Are You Wealthy?


Last week I came across an Interesting article commissioned  by the BBC[1] on our collective wealth; The article looks at total private wealth and how it is distributed, both in terms of assets and more importantly, across the population.

This is particularly interesting to us as we come across a variety of people with different views of their and others’ wealth. The majority of our clients do not view themselves as particularly wealthy, whereas we know that compared to the average person, they definitely are.

In this blog I’ll highlight a couple of issues raised in the article and a consideration for your own financial planning. And I promise I won’t make any political comments/judgements.

What does the nation own?

£12.8 trillion apparently (that’s about £13 million million. It has boomed since the 1980’s growing from roughly 3 x GDP (Gross Domestic Product – an estimate of the value of everything our economy produces) then, to 7 x GDP now.

This boom has largely been driven by two things; house prices and pension entitlements.

We can see property and private pensions dominate, accounting for £9.9tn (78%) of assets between them. Financial assets include cash and investments and physical wealth is possessions e.g. cars, jewellery etc.

How is it distributed?

Excluding physical assets, the average net worth per adult is £105,000[2]. As you would expect, there are huge differences between the most and least wealthy. The bottom 10% of households have less than £3 per adult i.e. majority having a negative net worth. By contrast, to be in the top 10%, you would need a net worth of over £671,200 per adult.

So, the average person we deal with may not feel particularly wealthy, but they are a long way above average, and virtually all are in the top 10%.

Wealth inequality between the top 1% and the rest has been creeping up over last 30 years, having consistently decreased since 1920.

An interesting distribution is that amongst age groups, shown in the following chart:

The general shape of this chart is as we would expect – wealth increases with age as assets are accumulated throughout working life, before being decumulated in retirement. The exact shape of the chart changes over time due to socio-economic realities, e.g. housing affordability.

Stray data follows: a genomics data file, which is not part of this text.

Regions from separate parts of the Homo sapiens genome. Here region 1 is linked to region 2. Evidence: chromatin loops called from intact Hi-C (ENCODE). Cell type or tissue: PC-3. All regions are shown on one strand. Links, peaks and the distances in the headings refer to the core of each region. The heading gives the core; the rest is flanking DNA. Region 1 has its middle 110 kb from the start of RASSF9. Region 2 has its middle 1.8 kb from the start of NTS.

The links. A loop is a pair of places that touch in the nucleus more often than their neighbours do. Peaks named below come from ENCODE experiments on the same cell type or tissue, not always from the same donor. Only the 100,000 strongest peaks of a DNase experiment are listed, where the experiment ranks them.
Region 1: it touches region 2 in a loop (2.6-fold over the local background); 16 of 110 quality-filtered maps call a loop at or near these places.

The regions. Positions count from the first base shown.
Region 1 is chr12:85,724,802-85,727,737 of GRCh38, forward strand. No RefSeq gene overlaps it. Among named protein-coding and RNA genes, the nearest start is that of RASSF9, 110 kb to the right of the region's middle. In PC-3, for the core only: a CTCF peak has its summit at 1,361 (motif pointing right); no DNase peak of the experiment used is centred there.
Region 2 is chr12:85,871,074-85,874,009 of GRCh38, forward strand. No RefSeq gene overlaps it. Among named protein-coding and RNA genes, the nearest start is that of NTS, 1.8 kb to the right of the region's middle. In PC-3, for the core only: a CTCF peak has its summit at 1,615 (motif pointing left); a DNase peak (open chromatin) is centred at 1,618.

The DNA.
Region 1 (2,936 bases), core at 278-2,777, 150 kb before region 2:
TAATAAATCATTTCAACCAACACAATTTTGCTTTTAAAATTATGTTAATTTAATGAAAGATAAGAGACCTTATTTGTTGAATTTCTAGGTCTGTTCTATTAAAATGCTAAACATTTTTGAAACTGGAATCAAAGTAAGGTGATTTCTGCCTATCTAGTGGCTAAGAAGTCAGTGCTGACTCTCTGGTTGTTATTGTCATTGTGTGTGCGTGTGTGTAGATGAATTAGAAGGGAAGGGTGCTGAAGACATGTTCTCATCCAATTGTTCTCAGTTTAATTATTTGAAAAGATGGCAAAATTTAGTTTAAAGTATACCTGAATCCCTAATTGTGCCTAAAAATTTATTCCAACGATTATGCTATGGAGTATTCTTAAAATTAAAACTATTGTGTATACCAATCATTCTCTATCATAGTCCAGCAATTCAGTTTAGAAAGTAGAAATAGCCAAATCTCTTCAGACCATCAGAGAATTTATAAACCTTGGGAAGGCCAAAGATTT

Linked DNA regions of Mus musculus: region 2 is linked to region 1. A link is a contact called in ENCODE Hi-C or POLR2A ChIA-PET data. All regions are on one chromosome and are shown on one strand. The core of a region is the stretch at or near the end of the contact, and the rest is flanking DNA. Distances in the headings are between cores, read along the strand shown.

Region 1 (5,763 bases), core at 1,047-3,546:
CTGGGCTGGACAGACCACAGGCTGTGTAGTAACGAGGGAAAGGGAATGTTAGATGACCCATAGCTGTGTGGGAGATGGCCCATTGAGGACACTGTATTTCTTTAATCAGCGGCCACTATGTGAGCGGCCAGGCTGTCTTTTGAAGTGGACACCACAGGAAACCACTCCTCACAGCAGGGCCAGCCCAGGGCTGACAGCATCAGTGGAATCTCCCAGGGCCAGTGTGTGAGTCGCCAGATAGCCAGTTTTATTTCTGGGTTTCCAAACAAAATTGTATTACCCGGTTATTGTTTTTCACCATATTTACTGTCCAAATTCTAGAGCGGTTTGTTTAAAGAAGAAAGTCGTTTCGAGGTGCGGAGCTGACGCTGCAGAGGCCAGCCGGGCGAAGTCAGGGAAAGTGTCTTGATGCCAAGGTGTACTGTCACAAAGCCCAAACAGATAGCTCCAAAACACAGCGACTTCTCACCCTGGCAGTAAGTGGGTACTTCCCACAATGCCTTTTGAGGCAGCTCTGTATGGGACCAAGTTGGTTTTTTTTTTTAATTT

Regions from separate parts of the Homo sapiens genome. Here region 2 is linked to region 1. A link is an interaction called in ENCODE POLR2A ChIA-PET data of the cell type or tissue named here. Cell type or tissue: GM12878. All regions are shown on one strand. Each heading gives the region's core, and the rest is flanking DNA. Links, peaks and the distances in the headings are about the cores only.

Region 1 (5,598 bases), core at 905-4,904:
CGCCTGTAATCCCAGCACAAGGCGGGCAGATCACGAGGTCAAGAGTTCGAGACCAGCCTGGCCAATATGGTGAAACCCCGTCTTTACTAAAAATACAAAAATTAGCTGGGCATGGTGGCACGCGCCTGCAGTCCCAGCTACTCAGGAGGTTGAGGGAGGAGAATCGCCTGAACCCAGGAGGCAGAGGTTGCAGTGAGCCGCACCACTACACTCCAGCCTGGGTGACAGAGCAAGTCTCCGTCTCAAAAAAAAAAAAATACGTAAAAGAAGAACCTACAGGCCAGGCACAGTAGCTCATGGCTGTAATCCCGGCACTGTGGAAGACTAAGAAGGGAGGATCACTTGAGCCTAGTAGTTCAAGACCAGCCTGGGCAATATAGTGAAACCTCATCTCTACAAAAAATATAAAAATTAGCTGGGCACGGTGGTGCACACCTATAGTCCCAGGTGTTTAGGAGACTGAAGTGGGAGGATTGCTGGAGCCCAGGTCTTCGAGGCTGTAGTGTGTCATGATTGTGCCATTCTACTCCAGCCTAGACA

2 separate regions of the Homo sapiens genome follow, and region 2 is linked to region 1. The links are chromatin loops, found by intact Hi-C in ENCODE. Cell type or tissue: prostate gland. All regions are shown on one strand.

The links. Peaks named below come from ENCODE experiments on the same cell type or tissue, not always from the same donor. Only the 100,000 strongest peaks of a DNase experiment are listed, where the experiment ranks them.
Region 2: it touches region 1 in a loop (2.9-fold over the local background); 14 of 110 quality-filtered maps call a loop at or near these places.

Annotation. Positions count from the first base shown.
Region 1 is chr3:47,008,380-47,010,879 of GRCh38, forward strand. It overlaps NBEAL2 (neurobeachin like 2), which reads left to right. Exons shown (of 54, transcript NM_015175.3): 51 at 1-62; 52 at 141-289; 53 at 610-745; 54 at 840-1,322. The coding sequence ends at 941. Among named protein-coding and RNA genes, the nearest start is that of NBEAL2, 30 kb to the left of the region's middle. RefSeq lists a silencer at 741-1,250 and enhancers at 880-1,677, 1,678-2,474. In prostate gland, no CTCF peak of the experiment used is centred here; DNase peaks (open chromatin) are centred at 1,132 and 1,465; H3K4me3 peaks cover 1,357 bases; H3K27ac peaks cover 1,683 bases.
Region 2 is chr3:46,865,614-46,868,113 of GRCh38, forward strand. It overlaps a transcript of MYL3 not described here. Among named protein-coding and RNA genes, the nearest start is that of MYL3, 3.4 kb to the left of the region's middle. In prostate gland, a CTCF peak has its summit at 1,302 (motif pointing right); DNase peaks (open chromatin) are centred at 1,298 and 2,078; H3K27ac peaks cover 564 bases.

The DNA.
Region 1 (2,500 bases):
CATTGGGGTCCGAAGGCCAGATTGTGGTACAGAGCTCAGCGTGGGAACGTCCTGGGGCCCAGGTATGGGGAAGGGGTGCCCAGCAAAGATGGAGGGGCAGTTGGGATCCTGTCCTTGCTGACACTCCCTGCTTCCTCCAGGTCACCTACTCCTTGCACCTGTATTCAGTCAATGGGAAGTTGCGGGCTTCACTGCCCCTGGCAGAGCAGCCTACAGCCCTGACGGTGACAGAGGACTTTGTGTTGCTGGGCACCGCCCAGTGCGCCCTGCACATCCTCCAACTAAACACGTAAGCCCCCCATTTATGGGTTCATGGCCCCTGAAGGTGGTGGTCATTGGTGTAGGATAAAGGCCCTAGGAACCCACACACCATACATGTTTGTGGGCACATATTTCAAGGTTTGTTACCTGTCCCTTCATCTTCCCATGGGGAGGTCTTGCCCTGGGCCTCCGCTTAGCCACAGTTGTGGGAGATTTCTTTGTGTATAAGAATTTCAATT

In our early years we have our peak levels of human capital, which we (hopefully) convert to financial capital over our working lives. We need most the most financial capital just as we finish work, which can then be consumed throughout retirement.

What is your number?

With the above in mind - how much would you need to walk away from your work/business at your planned retirement age? What would you need to live off, or give you your desired lifestyle, over the rest of your life? This is your number. This is the wealth you need – excluding assets you use, such as your main residence – in order to become financially independent of your work.

Do you already have it?

This is a crucial area we assist/have assisted most of our clients with. It’s also an important one to get right, as getting it wrong can be very painful.

Having achieved their number, we help all our clients manage the decumulation process – how much they can afford to spend/give away and when. This is essential to making most of life; making the most of your wealth to achieve what is important to you.

Finally, to come back to a comment from the start; why don’t our clients feel as wealthy as they obviously are on the face of things? Because it is relative to them, not the average. Because the majority have accumulated and decumulated wealth in line with their plans and are spending/giving in line with what they want to achieve. Relative to their plans and aspirations, most don’t have large amounts of excess wealth above this, they have the right amount.

[1] Produced by George Bangham, research and policy analyst at Resolution Foundation

[2] Worked out as wealth per family/household, divided by number of adults in the family.